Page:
How to Heal an Ankle Sprain
If death and taxes are the top two on the list of events likely to happen to all of us, sprained ankles are a close third, at least among those who participate in sports.
The ankle is the most frequently injured part of the body among athletes. The severity of the injury ranges from one that allows the person to return to normal activity in a few days to an injury that keeps a person out of action for weeks at a time, and those who have had a sprained ankle are the ones most likely to suffer the same injury again and again and again.
How It Happens
A sprained ankle is a stretch, tear, or rupture of at least one of the ligaments that hold the bones of the ankle joint together. The tears may be microscopic in size or so large that they represent a complete disruption of the fibers. One of the ligaments that wraps around the outside of the ankle is the weakest of the ankle ligaments and is the one most frequently injured. It is possible that all three ligaments supporting the ankle, from front to back, may be sprained. The vulnerability of the ankle as a structure causes the foot to move like a badly mounted wheel.
The most common cause of a lateral (outside) sprained ankle is when an athlete rolls over on the outside of the ankle, forcing it to move beyond its normal range of motion. Common scenarios include trying to change directions when the pivot foot is in a fixed position, landing on an uneven surface, and being out of control when landing after a jump. All three situations often occur in basketball.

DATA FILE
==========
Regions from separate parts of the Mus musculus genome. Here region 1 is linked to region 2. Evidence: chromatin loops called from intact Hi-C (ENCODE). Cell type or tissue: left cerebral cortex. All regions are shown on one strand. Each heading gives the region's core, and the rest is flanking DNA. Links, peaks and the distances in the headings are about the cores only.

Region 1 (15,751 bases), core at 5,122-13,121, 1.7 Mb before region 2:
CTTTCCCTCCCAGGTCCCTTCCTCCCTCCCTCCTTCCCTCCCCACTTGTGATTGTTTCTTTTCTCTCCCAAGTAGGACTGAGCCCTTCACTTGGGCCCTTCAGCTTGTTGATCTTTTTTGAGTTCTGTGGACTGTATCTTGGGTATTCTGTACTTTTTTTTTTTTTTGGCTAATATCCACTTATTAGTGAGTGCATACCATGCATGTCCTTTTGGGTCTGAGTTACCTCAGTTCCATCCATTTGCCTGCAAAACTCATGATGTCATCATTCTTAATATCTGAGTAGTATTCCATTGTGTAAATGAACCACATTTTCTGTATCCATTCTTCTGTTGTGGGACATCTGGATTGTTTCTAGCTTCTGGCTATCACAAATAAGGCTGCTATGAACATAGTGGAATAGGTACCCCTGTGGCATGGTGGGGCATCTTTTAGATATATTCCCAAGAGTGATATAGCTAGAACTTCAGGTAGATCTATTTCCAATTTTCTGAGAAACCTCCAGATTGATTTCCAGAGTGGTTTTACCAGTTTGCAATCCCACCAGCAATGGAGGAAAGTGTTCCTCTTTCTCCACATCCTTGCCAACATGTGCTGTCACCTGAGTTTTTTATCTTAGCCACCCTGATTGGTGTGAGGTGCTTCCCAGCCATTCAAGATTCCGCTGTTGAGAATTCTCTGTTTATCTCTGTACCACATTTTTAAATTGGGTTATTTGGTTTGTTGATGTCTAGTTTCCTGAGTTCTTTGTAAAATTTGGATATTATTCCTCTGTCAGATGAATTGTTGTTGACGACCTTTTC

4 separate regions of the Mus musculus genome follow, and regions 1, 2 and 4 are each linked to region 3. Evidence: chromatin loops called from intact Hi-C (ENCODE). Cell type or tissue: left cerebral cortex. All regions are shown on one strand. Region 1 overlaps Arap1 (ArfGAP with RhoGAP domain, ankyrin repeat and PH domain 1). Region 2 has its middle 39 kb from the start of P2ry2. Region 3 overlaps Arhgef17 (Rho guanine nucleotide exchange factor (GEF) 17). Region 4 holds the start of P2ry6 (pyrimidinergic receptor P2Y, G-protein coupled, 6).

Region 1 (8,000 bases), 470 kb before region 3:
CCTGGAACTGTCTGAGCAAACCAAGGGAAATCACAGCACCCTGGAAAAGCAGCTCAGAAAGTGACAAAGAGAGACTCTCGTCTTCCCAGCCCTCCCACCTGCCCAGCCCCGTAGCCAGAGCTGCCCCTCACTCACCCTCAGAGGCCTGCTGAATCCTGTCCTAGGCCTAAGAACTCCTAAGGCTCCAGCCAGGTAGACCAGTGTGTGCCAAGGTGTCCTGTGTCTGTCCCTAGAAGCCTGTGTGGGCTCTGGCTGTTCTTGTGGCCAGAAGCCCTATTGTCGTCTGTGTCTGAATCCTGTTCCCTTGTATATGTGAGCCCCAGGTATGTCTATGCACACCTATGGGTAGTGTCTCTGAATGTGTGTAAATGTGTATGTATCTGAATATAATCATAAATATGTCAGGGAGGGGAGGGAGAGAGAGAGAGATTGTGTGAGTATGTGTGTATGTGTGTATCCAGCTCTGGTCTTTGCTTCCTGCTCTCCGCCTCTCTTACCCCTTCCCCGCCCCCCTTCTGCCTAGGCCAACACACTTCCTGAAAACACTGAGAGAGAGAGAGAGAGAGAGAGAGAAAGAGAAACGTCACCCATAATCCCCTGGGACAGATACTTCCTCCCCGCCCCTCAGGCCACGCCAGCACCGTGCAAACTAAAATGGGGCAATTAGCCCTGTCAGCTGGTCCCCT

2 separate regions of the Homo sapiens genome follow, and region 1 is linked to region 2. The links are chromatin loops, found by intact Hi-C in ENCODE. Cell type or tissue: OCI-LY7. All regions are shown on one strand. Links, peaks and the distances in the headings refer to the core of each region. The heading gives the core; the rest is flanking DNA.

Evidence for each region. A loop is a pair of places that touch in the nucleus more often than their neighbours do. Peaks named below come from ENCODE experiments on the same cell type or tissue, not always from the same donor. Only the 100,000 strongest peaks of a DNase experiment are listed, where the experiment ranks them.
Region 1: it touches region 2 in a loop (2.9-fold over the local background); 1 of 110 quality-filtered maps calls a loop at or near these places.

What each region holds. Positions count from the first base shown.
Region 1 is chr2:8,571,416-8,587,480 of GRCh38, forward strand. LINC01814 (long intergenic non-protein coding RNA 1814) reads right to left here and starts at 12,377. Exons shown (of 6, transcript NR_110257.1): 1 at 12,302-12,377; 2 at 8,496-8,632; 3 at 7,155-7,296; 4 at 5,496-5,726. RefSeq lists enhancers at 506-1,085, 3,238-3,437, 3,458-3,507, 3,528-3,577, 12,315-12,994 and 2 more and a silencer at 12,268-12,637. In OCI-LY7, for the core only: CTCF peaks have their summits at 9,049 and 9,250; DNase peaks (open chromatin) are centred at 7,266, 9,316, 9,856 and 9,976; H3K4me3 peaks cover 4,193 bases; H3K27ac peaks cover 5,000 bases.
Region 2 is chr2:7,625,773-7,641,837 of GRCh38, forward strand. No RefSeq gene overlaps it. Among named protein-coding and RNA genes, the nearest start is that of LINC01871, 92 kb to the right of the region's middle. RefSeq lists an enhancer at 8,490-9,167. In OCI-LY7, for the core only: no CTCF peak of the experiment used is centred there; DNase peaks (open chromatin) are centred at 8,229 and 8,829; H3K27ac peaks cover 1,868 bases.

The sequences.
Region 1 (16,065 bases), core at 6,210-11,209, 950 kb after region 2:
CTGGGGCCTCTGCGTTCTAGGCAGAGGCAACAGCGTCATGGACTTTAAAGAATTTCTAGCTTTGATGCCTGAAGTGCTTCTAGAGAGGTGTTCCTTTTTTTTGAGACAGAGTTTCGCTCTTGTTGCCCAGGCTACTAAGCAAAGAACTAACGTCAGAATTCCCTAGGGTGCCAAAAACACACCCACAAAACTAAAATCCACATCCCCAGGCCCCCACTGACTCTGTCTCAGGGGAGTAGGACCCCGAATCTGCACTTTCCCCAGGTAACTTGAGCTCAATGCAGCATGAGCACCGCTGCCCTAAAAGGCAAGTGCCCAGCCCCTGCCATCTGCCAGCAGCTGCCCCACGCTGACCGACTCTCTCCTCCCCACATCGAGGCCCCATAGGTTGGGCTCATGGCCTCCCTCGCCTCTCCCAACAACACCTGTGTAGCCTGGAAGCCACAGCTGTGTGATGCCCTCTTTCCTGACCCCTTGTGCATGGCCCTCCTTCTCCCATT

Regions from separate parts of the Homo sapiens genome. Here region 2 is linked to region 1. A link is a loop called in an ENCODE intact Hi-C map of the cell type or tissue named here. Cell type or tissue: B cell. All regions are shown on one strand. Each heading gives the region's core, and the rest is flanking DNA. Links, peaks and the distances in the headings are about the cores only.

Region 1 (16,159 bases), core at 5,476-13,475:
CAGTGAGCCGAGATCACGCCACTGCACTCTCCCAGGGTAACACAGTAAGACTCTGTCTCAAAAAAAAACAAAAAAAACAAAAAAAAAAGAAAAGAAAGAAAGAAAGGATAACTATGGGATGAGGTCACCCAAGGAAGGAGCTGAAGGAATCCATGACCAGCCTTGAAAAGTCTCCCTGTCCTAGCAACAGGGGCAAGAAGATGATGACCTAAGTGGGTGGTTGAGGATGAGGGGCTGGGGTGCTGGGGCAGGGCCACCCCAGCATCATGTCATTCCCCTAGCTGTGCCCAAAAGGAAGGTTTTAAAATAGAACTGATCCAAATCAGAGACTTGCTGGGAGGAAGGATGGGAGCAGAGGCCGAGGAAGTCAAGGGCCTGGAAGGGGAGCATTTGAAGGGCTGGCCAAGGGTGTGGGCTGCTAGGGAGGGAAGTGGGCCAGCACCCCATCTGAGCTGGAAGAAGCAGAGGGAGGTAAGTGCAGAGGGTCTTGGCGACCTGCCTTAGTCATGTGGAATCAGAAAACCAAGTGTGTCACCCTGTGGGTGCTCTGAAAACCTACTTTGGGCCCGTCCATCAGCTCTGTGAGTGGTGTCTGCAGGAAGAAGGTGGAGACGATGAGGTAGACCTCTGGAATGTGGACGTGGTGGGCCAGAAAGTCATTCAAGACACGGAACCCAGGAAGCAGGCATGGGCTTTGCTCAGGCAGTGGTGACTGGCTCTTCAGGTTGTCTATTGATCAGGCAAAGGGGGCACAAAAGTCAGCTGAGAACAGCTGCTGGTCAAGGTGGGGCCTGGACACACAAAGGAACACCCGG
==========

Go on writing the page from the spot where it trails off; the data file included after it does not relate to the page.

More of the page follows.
“Interestingly enough,” says Steve Smith, a physical therapist at Athletes’ Performance in Florida, “some research has shown a correlation between weak gluteals (buttocks) and the incidence of ankle sprains, possibly due to a lack of stability and control.”
Ankle Sprain Versus High Ankle Sprain
The dreaded high ankle sprain differs from a standard ankle sprain according to the ligaments that are involved. In a standard ankle sprain, the ligaments that connect the bones in the lower leg to the foot and ankle bones are injured. But in a high ankle sprain, the ligaments that connect the two lower leg bones together are injured, explains M. Ramin Modabber, MD, Chief of Orthopaedic Surgery, Saint John’s Health Center; President, Santa Monica Orthopaedic and Sports Medicine Group, Santa Monica, California.
Naturally, the location is higher up the leg. Modabber says high ankle sprains are usually associated with a higher degree of injury, and require a longer time to recover and return to sport. That's because the forces on these ligaments are greater and they need to be healed before athletes can tolerate running, jumping, and cutting—another reason for the longer time to return to sport, says Modabber. Standard ankle sprains allow return to sport in days to weeks, while high ankle sprains can be weeks to months, he says.
By the Numbers
Percentage of all sports injuries that are sprained ankles.
Percentage of those who sustain multiple sprained ankles over an extended period of time.
Percentage of ankle sprains that happen when the foot rolls over to the outside of the ankle.
Who’s At Risk
Basketball players are at the highest risk, with sprained ankles accounting for more than 40 percent of all basketball-related injuries. They are also the most common injury, though at a lower rate, among volleyball, soccer, tennis, football players and others who participate in running and jumping.
The amount of pain depends on how much the ligament has been stretched or torn. Physicians categorize ankle sprains according to the severity or degree of tissue damage.